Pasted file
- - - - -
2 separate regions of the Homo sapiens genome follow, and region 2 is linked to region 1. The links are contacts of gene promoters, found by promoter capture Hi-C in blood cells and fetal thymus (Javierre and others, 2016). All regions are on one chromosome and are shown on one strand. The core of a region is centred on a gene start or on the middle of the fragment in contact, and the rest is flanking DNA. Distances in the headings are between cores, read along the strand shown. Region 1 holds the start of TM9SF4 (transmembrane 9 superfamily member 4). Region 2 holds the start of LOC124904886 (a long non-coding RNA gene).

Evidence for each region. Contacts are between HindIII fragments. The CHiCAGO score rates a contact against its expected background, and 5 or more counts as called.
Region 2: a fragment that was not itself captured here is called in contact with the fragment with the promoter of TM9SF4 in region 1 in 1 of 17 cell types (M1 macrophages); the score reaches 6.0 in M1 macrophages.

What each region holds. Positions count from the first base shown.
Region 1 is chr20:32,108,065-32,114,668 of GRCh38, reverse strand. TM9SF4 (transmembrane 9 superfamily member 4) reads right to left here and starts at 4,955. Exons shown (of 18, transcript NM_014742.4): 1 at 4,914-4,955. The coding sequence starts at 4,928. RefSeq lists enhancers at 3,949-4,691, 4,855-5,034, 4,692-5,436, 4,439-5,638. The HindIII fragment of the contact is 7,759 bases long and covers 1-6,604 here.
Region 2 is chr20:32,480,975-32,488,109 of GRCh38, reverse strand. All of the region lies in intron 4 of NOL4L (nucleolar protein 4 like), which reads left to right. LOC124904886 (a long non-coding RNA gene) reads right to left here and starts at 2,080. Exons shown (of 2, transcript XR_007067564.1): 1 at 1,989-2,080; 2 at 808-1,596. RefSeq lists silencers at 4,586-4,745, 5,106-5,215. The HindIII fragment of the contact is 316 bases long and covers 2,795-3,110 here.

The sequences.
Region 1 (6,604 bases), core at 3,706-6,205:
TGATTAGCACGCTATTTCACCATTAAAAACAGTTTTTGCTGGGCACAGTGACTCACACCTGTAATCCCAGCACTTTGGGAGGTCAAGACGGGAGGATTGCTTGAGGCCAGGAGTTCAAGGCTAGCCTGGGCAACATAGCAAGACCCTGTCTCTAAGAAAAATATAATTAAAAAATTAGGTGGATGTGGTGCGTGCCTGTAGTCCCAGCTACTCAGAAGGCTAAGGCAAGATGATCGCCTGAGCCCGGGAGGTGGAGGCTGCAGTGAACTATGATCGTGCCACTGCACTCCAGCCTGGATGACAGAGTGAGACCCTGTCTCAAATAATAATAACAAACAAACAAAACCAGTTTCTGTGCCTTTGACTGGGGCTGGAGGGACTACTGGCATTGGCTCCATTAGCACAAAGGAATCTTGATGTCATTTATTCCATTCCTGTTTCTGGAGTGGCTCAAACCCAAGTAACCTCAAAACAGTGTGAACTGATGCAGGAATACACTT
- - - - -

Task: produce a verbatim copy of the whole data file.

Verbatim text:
2 separate regions of the Homo sapiens genome follow, and region 2 is linked to region 1. The links are contacts of gene promoters, found by promoter capture Hi-C in blood cells and fetal thymus (Javierre and others, 2016). All regions are on one chromosome and are shown on one strand. The core of a region is centred on a gene start or on the middle of the fragment in contact, and the rest is flanking DNA. Distances in the headings are between cores, read along the strand shown. Region 1 holds the start of TM9SF4 (transmembrane 9 superfamily member 4). Region 2 holds the start of LOC124904886 (a long non-coding RNA gene).

Evidence for each region. Contacts are between HindIII fragments. The CHiCAGO score rates a contact against its expected background, and 5 or more counts as called.
Region 2: a fragment that was not itself captured here is called in contact with the fragment with the promoter of TM9SF4 in region 1 in 1 of 17 cell types (M1 macrophages); the score reaches 6.0 in M1 macrophages.

What each region holds. Positions count from the first base shown.
Region 1 is chr20:32,108,065-32,114,668 of GRCh38, reverse strand. TM9SF4 (transmembrane 9 superfamily member 4) reads right to left here and starts at 4,955. Exons shown (of 18, transcript NM_014742.4): 1 at 4,914-4,955. The coding sequence starts at 4,928. RefSeq lists enhancers at 3,949-4,691, 4,855-5,034, 4,692-5,436, 4,439-5,638. The HindIII fragment of the contact is 7,759 bases long and covers 1-6,604 here.
Region 2 is chr20:32,480,975-32,488,109 of GRCh38, reverse strand. All of the region lies in intron 4 of NOL4L (nucleolar protein 4 like), which reads left to right. LOC124904886 (a long non-coding RNA gene) reads right to left here and starts at 2,080. Exons shown (of 2, transcript XR_007067564.1): 1 at 1,989-2,080; 2 at 808-1,596. RefSeq lists silencers at 4,586-4,745, 5,106-5,215. The HindIII fragment of the contact is 316 bases long and covers 2,795-3,110 here.

The sequences.
Region 1 (6,604 bases), core at 3,706-6,205:
TGATTAGCACGCTATTTCACCATTAAAAACAGTTTTTGCTGGGCACAGTGACTCACACCTGTAATCCCAGCACTTTGGGAGGTCAAGACGGGAGGATTGCTTGAGGCCAGGAGTTCAAGGCTAGCCTGGGCAACATAGCAAGACCCTGTCTCTAAGAAAAATATAATTAAAAAATTAGGTGGATGTGGTGCGTGCCTGTAGTCCCAGCTACTCAGAAGGCTAAGGCAAGATGATCGCCTGAGCCCGGGAGGTGGAGGCTGCAGTGAACTATGATCGTGCCACTGCACTCCAGCCTGGATGACAGAGTGAGACCCTGTCTCAAATAATAATAACAAACAAACAAAACCAGTTTCTGTGCCTTTGACTGGGGCTGGAGGGACTACTGGCATTGGCTCCATTAGCACAAAGGAATCTTGATGTCATTTATTCCATTCCTGTTTCTGGAGTGGCTCAAACCCAAGTAACCTCAAAACAGTGTGAACTGATGCAGGAATACACTT